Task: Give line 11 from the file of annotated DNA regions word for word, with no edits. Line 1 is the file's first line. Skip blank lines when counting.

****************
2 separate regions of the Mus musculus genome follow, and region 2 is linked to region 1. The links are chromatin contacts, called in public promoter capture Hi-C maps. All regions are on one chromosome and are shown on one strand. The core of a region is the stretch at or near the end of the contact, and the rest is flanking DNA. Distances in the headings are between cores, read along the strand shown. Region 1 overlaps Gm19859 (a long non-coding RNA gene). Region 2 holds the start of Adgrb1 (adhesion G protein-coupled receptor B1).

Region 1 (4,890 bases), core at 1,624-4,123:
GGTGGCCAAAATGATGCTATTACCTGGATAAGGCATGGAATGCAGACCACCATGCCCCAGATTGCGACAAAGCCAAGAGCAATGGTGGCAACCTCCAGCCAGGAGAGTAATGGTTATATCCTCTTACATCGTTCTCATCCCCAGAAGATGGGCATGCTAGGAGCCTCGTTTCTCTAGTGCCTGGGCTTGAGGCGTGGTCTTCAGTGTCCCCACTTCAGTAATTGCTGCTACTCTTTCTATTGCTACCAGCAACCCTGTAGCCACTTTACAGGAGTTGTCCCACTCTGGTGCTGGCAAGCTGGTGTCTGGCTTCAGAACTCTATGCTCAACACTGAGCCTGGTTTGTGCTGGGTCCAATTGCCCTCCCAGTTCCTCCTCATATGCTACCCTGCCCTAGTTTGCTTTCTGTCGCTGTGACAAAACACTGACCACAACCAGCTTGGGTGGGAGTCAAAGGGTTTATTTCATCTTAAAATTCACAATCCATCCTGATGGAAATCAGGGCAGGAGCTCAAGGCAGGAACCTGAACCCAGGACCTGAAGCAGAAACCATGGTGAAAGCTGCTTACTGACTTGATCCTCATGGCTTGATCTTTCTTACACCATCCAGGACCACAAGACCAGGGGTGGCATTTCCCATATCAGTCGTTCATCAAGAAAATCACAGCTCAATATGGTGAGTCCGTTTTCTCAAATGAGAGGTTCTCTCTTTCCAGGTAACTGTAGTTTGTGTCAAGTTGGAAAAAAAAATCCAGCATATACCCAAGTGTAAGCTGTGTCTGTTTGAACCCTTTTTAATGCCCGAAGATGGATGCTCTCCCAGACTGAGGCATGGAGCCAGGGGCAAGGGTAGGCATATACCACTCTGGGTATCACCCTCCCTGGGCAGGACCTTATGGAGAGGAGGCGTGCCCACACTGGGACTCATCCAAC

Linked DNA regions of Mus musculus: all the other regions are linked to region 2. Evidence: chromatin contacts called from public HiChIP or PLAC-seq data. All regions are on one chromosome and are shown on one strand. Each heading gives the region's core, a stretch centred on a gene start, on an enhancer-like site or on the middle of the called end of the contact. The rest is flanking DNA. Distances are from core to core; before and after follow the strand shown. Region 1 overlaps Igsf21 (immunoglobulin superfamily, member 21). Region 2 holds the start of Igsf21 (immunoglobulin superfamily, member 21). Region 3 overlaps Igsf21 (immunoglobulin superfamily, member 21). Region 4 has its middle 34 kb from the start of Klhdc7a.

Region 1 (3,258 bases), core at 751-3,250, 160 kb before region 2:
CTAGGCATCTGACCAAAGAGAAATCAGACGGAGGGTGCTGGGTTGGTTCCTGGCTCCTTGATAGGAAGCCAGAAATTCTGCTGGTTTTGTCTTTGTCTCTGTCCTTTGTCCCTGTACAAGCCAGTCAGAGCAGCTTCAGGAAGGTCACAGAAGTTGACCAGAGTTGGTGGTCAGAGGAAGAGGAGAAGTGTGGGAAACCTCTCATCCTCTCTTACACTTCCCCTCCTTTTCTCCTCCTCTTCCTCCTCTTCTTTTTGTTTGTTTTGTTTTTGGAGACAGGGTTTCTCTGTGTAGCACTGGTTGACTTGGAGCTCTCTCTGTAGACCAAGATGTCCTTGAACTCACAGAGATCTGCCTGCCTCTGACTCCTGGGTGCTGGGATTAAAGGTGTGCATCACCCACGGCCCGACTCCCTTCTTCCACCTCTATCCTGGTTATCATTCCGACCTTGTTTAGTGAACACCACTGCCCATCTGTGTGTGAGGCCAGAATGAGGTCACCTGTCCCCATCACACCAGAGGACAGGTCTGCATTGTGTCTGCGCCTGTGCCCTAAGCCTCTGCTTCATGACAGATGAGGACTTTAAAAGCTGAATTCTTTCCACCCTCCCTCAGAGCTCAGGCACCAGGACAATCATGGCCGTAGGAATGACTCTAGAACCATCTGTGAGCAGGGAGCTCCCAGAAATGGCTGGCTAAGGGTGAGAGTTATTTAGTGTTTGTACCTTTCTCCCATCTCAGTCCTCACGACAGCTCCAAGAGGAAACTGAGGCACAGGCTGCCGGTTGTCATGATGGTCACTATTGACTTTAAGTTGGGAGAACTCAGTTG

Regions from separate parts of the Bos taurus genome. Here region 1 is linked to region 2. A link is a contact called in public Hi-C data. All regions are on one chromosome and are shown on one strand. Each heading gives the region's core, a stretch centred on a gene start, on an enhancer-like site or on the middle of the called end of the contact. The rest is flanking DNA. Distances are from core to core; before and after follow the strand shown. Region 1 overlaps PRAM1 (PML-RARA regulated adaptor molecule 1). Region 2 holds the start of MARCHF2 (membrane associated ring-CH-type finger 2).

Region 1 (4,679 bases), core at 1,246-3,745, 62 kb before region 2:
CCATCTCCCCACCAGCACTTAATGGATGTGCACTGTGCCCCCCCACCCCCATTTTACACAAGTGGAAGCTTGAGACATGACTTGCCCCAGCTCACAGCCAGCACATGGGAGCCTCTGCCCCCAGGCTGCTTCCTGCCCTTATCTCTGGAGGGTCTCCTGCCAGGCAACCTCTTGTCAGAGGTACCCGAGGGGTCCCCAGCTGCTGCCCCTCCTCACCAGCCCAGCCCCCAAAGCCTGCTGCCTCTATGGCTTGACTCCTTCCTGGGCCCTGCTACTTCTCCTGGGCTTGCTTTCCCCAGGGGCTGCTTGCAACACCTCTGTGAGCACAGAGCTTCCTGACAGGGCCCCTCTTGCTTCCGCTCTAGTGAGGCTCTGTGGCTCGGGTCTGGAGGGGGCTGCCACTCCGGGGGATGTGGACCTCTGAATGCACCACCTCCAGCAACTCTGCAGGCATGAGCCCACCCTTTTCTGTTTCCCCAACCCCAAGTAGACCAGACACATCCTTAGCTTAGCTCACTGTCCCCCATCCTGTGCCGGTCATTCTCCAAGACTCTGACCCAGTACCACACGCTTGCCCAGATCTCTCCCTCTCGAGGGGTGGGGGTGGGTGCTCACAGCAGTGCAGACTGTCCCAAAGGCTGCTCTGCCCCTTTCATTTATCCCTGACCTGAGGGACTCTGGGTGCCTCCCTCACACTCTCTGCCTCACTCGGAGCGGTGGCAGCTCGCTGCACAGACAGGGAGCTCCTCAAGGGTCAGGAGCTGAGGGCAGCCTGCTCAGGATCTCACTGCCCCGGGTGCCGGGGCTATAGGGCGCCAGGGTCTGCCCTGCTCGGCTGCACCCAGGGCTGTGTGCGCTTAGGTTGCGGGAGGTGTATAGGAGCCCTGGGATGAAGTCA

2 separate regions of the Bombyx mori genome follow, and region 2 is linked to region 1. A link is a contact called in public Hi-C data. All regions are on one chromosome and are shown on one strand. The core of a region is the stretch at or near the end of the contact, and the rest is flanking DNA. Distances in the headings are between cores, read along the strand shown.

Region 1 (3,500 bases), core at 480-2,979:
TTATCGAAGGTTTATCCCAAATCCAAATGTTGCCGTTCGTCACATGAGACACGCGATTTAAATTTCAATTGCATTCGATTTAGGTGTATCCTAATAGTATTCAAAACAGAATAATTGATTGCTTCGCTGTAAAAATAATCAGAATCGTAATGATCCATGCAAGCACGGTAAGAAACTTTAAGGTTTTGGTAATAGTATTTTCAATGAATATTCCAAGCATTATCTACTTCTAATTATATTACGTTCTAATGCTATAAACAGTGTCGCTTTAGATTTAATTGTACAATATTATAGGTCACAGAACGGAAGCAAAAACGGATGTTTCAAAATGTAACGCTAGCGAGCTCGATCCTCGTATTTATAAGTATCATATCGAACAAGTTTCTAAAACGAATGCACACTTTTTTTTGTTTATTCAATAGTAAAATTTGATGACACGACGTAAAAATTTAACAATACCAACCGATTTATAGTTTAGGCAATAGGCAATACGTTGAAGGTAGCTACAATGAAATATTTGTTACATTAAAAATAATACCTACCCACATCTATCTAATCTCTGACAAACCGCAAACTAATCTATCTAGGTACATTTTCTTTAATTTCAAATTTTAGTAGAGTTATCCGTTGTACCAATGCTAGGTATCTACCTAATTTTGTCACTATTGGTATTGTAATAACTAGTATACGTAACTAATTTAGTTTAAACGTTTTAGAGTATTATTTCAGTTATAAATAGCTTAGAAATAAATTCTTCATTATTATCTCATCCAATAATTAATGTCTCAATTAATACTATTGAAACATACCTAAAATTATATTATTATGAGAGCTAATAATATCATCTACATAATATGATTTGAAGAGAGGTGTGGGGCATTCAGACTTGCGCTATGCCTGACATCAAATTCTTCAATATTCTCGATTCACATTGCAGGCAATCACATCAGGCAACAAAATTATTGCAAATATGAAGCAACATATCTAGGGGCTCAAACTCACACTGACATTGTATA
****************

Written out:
Region 1 (3,500 bases), core at 480-2,979: